By Marilyn Latta, Nature Manitoba.
I am Tamarack. The Algonquian people gave me this name which means “wood used for snowshoes”. Others used the name hackmatack. Larch is another one of my names and you might know me as Eastern, Alaskan, American, Black or Red Larch.
I once was much honoured and played an important role in the lives of the indigenous people. I supplied tough flexible wood for snowshoes in winter and my roots were used to sew their birch bark canoes together for summer travel. I was used medicinally for a variety of problems and body imbalances. Tannins were extracted from my bark and used to tan leather. Later, my decay-resistant wood was used for railway ties, poles, posts and pilings and even mouse-proof floors. Ship builders prized my roots for joining ribs to the deck timbers. Today, many of these uses have been forgotten or are no longer important. The plastic and synthetics of today’s world have replaced many of my roles and I am now largely ignored and forgotten.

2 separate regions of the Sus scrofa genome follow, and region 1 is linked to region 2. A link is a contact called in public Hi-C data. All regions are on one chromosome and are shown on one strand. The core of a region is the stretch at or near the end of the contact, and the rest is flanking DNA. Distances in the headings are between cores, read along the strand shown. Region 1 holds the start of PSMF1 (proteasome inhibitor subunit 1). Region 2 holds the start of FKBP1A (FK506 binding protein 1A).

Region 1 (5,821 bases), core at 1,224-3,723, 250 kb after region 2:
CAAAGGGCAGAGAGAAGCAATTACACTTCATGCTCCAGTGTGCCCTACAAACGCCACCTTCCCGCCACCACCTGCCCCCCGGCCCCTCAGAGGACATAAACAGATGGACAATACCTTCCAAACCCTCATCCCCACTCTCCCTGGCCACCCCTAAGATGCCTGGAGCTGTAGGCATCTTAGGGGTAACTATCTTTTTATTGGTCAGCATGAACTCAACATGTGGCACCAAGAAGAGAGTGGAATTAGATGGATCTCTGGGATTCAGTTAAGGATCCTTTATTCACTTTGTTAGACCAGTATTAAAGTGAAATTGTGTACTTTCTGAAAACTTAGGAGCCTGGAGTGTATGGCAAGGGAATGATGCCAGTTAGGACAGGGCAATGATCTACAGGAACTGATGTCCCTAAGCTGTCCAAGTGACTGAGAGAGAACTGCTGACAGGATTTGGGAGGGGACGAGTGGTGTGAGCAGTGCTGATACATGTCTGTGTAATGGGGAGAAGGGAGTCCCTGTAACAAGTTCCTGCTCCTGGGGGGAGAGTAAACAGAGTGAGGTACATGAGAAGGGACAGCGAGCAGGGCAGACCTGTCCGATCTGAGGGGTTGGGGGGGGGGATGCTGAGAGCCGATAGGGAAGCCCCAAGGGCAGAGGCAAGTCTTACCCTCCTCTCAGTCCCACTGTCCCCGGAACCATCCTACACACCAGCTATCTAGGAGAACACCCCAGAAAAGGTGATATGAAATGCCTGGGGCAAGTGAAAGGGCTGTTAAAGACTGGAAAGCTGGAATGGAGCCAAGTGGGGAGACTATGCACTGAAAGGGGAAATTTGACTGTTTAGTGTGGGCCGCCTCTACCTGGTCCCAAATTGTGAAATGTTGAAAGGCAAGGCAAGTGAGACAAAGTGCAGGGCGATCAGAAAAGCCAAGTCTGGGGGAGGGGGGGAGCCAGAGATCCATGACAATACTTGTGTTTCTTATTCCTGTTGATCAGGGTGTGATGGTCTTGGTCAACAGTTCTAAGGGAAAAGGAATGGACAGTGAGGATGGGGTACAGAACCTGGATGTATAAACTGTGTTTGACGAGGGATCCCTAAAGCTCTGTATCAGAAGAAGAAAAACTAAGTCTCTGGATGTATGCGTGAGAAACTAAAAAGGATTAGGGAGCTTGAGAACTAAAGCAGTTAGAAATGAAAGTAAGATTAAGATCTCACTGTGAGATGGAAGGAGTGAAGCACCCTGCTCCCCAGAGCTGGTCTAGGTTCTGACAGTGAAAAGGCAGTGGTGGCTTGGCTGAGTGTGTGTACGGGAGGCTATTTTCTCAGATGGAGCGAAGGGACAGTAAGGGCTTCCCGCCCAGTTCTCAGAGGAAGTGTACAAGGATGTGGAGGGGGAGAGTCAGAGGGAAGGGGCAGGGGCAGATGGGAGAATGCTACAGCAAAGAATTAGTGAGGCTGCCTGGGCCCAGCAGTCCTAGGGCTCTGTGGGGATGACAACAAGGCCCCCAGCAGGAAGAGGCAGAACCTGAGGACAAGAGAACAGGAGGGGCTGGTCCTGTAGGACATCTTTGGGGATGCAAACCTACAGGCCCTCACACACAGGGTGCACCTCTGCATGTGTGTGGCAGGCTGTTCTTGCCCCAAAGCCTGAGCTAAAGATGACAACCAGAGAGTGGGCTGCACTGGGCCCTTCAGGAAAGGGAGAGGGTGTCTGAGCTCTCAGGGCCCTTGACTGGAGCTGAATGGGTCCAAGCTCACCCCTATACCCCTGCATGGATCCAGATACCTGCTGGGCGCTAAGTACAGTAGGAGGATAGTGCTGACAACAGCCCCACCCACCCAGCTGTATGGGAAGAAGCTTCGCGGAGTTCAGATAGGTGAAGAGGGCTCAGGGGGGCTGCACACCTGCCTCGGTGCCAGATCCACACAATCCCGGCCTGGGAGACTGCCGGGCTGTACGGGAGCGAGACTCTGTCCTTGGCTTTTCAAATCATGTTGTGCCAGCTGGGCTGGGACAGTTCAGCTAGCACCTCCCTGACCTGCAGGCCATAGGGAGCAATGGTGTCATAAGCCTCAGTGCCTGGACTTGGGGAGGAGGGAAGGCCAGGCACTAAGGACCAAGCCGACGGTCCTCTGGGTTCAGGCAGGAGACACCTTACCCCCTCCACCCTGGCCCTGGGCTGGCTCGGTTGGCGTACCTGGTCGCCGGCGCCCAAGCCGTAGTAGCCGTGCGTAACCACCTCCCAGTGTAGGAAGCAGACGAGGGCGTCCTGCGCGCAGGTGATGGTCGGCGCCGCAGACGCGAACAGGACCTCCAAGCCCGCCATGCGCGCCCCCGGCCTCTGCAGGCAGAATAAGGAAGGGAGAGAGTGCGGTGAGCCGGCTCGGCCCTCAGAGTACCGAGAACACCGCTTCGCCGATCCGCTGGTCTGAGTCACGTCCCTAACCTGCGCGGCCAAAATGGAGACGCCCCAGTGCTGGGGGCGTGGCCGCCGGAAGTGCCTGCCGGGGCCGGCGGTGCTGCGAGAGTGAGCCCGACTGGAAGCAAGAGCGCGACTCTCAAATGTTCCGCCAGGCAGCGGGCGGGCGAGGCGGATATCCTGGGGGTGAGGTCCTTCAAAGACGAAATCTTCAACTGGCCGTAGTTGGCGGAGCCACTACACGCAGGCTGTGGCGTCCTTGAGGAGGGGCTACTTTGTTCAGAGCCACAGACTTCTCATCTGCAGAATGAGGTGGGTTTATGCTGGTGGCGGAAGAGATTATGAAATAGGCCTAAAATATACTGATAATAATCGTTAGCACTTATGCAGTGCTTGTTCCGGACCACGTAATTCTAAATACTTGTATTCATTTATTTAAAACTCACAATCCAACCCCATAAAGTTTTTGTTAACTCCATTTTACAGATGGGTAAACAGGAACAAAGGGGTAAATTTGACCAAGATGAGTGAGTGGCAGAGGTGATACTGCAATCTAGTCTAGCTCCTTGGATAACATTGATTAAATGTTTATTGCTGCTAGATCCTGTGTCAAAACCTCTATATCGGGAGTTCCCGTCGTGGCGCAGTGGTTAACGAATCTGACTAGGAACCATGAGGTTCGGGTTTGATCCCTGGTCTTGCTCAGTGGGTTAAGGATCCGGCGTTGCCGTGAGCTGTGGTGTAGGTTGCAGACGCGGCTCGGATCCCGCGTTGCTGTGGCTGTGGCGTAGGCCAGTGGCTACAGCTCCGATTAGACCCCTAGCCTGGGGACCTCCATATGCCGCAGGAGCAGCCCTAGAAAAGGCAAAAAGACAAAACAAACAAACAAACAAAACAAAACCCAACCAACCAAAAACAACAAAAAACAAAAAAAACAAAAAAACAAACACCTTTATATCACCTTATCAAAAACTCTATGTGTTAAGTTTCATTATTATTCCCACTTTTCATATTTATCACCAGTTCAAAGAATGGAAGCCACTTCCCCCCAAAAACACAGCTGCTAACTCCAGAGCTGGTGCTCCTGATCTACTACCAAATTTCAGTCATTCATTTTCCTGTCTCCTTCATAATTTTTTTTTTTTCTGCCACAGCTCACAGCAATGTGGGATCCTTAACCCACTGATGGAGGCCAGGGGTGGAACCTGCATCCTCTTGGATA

Times have been difficult recently. The landscape has been altered in many places and habitat loss and drainage have made the land less favorable for me to thrive. Insects and disease have caused much stress. Some of these are new while others have always been here, but the balance seems to have been lost and I struggle more to be strong and healthy.
I still try to be a vibrant part of the landscape. Tamarack bogs are a quiet place of wonder and beauty. The Great Gray Owl makes its home in my domain, ever watchful for the sight and sound of small mammals that will sustain it and its young. The owls’ haunting calls seep through my limbs and wash over the landscape – a remote and eerie place to be on a moonlit night. Come, listen to the mysterious sounds of the wild. Listen to the wind sigh through my branches. Open your ears and hear the drums beat and remember how wise, strong and glorious I once was. Pause and pay respect to my ancestors and me.
Tamarack trees (Larix laricina) are deciduous conifers that can be found in bogs and wet habitats through most of the forested regions… Read more.